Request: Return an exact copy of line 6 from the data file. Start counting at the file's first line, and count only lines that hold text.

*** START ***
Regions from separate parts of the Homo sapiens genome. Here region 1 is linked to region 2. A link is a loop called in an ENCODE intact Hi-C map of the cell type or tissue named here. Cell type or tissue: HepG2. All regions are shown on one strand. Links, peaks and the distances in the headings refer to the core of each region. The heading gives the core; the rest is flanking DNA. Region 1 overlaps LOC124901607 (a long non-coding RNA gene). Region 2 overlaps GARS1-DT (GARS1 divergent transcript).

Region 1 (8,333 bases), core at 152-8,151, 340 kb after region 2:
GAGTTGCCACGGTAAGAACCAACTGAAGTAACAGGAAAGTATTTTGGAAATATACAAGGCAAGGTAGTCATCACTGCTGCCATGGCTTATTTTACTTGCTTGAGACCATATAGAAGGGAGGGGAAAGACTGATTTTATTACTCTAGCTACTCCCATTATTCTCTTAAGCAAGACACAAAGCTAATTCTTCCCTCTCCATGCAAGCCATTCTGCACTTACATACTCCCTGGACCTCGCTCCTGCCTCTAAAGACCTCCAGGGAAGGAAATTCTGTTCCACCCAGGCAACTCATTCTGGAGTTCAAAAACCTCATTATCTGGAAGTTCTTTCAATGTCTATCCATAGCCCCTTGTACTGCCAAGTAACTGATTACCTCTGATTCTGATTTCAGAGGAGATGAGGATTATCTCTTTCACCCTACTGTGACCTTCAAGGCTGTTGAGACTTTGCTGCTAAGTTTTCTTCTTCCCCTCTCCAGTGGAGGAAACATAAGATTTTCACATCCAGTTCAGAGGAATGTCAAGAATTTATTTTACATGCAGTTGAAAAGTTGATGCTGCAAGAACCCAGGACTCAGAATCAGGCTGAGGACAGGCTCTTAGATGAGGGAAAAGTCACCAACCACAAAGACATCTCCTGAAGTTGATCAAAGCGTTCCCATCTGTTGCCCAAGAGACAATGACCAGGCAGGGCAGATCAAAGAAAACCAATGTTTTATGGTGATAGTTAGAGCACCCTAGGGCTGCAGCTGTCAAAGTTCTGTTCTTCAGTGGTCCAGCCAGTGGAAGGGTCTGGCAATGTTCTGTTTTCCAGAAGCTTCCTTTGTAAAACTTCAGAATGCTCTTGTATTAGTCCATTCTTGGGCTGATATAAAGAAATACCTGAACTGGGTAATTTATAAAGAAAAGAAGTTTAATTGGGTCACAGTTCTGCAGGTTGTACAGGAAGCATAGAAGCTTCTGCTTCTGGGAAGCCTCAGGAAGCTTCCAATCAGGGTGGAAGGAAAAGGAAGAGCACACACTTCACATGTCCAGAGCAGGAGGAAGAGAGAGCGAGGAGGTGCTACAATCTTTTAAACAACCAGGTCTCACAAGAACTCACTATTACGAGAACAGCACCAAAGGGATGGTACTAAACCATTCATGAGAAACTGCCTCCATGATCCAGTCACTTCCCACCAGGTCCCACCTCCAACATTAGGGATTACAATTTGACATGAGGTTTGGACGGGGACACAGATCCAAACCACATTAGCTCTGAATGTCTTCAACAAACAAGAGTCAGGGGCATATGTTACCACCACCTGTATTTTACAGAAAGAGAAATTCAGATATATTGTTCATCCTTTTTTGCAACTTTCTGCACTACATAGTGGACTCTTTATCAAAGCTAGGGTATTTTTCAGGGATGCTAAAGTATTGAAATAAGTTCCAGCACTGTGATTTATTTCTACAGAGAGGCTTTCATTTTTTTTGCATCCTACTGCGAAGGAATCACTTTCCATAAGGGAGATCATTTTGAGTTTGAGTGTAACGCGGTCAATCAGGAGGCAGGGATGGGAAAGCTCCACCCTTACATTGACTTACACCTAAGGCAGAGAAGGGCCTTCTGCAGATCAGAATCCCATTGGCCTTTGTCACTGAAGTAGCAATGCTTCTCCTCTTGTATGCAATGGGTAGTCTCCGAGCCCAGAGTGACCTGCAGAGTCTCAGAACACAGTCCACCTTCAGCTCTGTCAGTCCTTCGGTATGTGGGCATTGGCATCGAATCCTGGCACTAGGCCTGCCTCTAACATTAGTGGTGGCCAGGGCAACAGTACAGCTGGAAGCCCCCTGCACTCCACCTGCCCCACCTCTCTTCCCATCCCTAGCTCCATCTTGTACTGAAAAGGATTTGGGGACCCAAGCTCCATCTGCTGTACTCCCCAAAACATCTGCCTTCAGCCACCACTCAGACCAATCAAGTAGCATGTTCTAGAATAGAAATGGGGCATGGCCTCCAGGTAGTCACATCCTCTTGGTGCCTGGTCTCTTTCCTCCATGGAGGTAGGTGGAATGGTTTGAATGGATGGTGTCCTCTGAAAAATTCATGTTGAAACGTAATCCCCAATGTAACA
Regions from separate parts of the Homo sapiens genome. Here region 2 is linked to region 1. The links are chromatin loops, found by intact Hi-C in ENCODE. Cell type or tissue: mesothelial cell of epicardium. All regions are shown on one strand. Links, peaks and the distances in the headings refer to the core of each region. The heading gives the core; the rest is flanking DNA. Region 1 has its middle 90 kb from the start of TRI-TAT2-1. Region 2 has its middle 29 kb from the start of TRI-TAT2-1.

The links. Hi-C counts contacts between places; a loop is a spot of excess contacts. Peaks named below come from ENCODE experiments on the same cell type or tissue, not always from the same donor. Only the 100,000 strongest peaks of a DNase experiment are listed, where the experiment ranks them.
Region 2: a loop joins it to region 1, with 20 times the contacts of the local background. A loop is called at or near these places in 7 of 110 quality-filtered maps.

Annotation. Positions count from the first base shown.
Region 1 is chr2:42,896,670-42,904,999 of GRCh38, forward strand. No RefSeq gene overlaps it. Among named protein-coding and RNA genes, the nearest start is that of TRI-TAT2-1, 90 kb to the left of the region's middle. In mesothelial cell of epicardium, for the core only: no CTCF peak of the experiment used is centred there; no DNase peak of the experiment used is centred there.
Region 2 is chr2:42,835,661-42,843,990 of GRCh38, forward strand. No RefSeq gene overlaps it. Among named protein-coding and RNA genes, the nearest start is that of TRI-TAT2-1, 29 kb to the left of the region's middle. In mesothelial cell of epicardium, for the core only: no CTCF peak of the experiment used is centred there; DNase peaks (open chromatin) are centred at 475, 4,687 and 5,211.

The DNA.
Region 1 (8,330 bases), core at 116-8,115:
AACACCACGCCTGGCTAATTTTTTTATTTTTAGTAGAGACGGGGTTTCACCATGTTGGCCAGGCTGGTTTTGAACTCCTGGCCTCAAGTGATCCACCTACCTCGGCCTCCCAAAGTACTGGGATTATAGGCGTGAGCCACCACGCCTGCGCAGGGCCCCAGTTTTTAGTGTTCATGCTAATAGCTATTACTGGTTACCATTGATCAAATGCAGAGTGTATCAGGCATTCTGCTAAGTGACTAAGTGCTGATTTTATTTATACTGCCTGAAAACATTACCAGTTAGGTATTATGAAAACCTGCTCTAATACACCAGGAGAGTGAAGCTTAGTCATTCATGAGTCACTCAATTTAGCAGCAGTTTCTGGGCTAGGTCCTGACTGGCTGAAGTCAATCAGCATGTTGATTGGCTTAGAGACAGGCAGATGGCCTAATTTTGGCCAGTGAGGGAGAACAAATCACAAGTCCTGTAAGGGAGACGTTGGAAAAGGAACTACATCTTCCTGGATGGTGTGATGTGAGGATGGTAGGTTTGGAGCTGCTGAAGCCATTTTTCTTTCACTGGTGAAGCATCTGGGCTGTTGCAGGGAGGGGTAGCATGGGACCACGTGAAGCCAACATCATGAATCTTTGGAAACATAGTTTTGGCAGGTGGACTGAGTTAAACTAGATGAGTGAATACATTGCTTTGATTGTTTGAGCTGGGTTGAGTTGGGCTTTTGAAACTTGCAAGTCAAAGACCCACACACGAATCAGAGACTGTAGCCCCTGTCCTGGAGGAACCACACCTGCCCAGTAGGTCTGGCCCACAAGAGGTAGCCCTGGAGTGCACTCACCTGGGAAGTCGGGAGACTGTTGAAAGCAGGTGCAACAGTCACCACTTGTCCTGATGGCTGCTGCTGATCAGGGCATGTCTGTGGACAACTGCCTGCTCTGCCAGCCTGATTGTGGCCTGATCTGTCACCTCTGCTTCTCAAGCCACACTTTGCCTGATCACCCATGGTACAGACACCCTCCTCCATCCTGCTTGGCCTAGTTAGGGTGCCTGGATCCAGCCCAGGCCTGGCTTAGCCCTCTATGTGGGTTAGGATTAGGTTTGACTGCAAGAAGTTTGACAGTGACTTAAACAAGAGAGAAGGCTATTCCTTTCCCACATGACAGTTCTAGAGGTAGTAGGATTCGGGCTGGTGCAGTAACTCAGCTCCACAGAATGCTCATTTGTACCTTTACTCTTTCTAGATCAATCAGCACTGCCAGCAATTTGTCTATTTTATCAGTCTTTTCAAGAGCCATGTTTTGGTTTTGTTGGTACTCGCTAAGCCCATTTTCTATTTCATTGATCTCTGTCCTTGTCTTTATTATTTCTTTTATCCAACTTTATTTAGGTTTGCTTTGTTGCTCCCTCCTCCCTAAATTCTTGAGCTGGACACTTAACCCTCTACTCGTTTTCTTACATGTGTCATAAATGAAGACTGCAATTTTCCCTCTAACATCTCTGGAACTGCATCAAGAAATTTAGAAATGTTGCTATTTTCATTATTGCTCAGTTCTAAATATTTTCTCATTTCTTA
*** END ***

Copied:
Region 2: a loop joins it to region 1, with 20 times the contacts of the local background. A loop is called at or near these places in 7 of 110 quality-filtered maps.